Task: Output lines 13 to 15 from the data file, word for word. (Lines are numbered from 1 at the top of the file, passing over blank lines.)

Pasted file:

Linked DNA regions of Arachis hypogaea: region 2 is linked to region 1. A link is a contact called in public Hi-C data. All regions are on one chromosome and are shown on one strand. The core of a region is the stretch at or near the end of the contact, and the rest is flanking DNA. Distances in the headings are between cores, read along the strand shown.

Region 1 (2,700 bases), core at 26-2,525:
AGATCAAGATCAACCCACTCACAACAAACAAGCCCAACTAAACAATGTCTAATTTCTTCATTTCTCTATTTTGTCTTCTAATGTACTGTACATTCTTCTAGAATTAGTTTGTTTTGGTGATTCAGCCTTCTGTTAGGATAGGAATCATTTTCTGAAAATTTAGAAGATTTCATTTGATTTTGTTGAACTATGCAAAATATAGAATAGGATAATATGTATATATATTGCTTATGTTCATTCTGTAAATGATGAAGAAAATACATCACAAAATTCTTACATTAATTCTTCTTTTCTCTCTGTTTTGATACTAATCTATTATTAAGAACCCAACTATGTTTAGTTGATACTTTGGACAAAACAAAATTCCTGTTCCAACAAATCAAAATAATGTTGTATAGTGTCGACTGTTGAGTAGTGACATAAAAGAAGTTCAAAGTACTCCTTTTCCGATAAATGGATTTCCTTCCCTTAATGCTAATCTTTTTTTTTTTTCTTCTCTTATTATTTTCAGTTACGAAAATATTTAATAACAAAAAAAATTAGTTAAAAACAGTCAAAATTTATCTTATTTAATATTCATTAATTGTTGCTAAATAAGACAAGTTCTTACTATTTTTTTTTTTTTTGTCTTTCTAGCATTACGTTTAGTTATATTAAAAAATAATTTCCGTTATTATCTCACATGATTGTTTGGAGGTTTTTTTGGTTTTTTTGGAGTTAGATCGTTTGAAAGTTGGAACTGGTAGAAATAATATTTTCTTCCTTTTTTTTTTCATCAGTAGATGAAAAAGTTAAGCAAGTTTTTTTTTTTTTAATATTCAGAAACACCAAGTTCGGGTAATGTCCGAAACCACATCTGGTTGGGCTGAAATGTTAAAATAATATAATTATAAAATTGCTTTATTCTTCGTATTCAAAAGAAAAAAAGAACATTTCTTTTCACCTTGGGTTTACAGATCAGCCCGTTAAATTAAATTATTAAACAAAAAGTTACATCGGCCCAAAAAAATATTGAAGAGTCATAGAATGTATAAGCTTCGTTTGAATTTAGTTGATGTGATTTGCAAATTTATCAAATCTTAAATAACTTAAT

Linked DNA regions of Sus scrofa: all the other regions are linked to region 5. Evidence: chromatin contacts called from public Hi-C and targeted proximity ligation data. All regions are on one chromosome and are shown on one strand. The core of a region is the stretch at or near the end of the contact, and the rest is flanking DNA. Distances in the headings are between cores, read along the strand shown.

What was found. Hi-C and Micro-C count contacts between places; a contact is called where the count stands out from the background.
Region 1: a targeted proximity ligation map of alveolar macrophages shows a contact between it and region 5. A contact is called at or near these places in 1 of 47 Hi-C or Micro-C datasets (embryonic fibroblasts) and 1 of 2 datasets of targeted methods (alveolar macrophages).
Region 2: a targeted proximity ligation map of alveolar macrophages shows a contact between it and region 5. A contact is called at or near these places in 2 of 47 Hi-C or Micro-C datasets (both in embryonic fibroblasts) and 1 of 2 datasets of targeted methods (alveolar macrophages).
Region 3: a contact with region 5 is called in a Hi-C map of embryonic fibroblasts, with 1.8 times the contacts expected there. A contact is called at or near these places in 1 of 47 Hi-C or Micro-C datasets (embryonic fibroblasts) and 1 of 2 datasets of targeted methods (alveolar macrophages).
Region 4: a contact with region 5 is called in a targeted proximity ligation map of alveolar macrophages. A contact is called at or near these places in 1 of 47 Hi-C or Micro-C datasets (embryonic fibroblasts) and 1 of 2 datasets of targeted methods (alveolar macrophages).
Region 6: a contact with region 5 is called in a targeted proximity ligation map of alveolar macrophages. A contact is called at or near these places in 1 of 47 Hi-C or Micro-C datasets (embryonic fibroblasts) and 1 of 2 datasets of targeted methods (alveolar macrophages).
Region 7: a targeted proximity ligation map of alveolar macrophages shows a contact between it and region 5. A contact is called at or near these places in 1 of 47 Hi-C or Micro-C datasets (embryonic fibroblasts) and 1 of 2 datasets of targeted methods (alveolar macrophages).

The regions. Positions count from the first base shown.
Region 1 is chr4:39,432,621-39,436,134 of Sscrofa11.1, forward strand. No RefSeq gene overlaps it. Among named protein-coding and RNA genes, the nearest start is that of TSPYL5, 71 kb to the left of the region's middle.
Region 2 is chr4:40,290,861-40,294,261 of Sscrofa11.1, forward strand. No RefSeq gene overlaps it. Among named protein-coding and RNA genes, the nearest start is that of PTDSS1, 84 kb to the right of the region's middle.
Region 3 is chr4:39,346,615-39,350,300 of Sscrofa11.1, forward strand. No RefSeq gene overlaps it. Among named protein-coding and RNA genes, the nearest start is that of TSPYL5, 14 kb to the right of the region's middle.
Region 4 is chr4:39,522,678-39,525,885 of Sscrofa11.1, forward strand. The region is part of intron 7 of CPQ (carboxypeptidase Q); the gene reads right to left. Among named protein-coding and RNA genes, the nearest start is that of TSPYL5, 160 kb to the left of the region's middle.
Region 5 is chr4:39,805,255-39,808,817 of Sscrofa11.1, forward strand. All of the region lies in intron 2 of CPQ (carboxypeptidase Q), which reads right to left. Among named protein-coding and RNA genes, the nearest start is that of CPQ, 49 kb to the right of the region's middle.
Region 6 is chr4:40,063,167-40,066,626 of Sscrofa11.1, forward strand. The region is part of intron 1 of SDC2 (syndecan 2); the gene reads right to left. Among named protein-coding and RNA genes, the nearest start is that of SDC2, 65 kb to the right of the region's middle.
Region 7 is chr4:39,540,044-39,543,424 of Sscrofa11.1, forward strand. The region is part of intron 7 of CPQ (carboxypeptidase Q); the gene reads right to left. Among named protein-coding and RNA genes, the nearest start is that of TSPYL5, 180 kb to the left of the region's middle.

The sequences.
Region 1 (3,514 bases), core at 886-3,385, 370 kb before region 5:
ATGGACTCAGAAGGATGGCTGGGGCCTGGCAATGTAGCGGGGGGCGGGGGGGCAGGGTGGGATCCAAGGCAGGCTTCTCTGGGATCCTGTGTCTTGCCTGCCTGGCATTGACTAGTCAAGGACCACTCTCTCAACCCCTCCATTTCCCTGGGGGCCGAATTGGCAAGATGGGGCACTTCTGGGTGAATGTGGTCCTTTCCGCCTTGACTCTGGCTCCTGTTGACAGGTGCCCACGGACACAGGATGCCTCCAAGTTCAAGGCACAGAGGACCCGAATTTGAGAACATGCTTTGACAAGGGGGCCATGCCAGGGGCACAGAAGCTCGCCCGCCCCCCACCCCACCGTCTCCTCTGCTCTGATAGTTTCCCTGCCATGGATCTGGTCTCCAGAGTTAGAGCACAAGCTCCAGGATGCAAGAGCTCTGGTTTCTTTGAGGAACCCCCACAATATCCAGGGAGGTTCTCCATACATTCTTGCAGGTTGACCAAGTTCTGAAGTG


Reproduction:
Region 1 is chr4:39,432,621-39,436,134 of Sscrofa11.1, forward strand. No RefSeq gene overlaps it. Among named protein-coding and RNA genes, the nearest start is that of TSPYL5, 71 kb to the left of the region's middle.
Region 2 is chr4:40,290,861-40,294,261 of Sscrofa11.1, forward strand. No RefSeq gene overlaps it. Among named protein-coding and RNA genes, the nearest start is that of PTDSS1, 84 kb to the right of the region's middle.
Region 3 is chr4:39,346,615-39,350,300 of Sscrofa11.1, forward strand. No RefSeq gene overlaps it. Among named protein-coding and RNA genes, the nearest start is that of TSPYL5, 14 kb to the right of the region's middle.